A funny hospital story was told me by my friend Harmon. His dad Bernie was fighting for his life. The old man’s pain was unendurable. “Harmon, pull the plug — pull the plug! Please!”
Harm, overwhelmed, kept silent.
Finally, he took a deep breath, and uttered, “Gee dad, I don’t know what to say, except, there is no plug.”
Indeed, the patient’s body, unsupported by technology, had a mind of its own. Bernie got out of the hospital and lived.
My friend Dan says that at the end of life you should make a “clean getaway,” as robbers sometimes do in cowboy movies. No fuss, over and out. Not that we get a choice, but I’m with Dan on this.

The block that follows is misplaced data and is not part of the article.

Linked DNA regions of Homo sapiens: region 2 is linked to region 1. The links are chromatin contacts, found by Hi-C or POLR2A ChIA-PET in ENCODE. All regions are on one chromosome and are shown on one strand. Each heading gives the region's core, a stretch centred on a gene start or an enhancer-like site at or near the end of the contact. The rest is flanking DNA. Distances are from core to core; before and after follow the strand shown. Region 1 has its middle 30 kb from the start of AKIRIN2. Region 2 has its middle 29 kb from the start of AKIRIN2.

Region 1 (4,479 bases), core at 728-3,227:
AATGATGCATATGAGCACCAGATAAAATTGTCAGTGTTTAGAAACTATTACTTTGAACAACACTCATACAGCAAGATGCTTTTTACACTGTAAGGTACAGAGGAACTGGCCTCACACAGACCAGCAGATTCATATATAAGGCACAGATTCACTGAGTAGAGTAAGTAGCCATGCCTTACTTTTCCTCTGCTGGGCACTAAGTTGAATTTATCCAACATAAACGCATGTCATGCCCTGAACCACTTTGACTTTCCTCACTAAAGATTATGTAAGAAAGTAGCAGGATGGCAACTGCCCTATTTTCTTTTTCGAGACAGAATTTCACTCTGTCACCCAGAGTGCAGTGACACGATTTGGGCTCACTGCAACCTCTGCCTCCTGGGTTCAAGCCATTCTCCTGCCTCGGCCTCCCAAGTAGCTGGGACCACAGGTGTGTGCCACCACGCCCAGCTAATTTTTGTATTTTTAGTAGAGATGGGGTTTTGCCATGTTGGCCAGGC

We are afraid of hospitals: tests, questions, and tears; sick people, contagion, and death. As a harried psychiatrist once said to a nurse on a closed psychiatric unit, “Keep my patients away from me!” More than he could bear, I guess.
There is only one perfect thing about hospitals, one not associated with dread: hospitals are places where babies are born. These newbies, if they look as contented as the little guy above, are about the best thing. I’m tempted to wax eloquent, but all the lyrical, unforgettable, and heart-stopping comments have long since been written.
Only one line in the antique span of history hasn’t been said about babies, until now.
Welcome to the world, William Hebert Stein, my grandson.